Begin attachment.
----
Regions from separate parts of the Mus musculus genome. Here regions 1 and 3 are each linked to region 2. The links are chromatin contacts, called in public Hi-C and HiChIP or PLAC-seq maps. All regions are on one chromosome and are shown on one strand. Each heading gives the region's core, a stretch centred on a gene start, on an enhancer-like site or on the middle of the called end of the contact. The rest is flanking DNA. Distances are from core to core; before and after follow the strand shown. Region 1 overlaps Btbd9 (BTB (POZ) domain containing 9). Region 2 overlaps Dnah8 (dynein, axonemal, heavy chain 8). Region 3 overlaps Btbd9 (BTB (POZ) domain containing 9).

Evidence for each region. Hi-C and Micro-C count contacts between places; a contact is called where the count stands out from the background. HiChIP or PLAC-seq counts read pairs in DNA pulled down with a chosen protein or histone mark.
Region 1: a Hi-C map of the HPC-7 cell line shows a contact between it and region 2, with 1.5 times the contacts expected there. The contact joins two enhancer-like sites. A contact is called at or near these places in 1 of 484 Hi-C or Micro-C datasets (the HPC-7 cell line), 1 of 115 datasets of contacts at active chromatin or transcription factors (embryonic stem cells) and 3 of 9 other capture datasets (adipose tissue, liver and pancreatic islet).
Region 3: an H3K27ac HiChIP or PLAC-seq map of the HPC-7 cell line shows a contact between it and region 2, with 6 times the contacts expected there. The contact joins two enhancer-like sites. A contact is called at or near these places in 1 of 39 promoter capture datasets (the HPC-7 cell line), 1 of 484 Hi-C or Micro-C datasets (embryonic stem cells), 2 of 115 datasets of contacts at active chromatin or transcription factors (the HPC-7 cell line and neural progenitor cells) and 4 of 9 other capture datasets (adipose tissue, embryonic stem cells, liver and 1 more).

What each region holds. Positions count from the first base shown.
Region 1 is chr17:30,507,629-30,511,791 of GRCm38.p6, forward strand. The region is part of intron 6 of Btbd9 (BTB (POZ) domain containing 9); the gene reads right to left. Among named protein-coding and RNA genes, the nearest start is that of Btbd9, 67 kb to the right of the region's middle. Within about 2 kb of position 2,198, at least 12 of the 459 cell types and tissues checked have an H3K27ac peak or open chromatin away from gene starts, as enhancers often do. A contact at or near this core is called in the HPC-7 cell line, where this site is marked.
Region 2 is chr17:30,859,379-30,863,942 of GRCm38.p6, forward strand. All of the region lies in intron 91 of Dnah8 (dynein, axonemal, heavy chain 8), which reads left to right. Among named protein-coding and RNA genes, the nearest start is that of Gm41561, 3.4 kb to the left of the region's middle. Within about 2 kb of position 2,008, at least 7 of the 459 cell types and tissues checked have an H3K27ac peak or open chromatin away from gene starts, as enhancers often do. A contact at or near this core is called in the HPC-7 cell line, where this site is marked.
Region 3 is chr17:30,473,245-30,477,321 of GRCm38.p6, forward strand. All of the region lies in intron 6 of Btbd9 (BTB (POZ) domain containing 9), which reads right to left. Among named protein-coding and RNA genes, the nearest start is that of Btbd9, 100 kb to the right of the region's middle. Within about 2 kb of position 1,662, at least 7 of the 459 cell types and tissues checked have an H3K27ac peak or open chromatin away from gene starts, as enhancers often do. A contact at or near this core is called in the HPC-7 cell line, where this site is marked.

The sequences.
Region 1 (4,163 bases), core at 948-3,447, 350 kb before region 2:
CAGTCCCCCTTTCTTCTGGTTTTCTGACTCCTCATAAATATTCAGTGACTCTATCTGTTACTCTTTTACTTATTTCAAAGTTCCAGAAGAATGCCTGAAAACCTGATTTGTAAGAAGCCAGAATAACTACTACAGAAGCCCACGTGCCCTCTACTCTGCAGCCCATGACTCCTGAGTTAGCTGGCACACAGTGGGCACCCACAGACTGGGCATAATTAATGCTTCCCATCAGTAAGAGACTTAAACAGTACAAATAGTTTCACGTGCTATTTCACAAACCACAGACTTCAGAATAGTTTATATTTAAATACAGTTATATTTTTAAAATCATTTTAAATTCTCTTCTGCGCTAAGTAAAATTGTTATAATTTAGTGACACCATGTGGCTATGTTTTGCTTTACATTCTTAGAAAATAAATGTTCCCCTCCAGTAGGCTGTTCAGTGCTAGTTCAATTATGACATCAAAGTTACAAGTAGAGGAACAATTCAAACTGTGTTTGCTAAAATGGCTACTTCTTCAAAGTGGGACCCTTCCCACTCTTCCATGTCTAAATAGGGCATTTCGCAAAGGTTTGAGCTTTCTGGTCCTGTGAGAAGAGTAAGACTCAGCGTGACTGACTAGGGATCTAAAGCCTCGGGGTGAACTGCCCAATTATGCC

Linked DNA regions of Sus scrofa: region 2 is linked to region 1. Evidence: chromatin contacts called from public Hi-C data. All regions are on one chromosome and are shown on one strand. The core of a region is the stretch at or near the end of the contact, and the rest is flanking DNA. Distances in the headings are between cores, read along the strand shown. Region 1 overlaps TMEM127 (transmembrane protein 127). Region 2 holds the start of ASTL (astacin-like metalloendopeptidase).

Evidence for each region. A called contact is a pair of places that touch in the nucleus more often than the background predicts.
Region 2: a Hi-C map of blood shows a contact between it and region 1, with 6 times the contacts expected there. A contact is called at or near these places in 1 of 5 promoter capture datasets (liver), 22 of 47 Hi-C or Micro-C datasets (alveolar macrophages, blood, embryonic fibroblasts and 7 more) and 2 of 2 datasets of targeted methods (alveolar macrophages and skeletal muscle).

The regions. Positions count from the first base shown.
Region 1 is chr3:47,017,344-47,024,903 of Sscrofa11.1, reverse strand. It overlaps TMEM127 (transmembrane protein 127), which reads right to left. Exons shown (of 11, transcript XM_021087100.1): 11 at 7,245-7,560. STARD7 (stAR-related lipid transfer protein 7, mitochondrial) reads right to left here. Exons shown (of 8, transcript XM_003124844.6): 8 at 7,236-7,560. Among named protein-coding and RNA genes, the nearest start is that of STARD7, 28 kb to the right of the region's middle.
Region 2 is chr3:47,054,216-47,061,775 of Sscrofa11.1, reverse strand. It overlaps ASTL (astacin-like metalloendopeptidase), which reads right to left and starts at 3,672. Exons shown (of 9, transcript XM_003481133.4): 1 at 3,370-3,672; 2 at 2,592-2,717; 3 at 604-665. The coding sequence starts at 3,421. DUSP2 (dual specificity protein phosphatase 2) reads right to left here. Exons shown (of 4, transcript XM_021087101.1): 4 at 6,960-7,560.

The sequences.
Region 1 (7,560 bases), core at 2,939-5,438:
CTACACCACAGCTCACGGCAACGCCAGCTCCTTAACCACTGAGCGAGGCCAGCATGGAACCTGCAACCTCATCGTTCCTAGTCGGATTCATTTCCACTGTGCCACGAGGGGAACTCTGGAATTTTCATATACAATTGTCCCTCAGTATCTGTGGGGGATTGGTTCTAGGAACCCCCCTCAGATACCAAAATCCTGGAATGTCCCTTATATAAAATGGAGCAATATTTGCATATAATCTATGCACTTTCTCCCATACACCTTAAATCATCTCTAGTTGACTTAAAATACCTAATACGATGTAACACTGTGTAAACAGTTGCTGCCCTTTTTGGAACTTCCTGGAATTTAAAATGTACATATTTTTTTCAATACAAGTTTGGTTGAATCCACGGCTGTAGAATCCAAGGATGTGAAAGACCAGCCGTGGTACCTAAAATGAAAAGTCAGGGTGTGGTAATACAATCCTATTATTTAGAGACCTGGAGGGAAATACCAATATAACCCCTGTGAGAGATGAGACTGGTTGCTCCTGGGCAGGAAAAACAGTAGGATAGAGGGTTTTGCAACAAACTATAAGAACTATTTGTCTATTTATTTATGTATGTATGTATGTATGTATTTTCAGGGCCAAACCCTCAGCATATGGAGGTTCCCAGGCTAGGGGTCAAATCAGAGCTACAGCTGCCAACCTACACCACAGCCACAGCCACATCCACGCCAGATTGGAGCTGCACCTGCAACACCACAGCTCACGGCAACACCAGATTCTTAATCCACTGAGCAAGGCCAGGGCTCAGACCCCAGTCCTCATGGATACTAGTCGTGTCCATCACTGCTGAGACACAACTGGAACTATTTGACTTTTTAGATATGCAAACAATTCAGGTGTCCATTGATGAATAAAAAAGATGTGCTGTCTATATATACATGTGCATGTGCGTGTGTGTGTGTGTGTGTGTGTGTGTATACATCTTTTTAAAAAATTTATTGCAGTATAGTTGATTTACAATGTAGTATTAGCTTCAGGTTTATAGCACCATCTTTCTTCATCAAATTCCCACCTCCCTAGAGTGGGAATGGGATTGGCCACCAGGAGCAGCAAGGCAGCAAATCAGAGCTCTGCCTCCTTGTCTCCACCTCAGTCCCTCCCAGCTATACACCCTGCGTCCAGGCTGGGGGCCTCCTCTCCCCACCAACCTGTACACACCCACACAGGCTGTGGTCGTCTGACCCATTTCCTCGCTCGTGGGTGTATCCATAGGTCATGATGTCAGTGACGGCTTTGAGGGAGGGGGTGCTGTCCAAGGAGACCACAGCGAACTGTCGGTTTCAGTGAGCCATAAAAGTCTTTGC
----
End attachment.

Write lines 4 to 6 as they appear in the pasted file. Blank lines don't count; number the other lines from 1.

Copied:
Region 3: an H3K27ac HiChIP or PLAC-seq map of the HPC-7 cell line shows a contact between it and region 2, with 6 times the contacts expected there. The contact joins two enhancer-like sites. A contact is called at or near these places in 1 of 39 promoter capture datasets (the HPC-7 cell line), 1 of 484 Hi-C or Micro-C datasets (embryonic stem cells), 2 of 115 datasets of contacts at active chromatin or transcription factors (the HPC-7 cell line and neural progenitor cells) and 4 of 9 other capture datasets (adipose tissue, embryonic stem cells, liver and 1 more).

What each region holds. Positions count from the first base shown.
Region 1 is chr17:30,507,629-30,511,791 of GRCm38.p6, forward strand. The region is part of intron 6 of Btbd9 (BTB (POZ) domain containing 9); the gene reads right to left. Among named protein-coding and RNA genes, the nearest start is that of Btbd9, 67 kb to the right of the region's middle. Within about 2 kb of position 2,198, at least 12 of the 459 cell types and tissues checked have an H3K27ac peak or open chromatin away from gene starts, as enhancers often do. A contact at or near this core is called in the HPC-7 cell line, where this site is marked.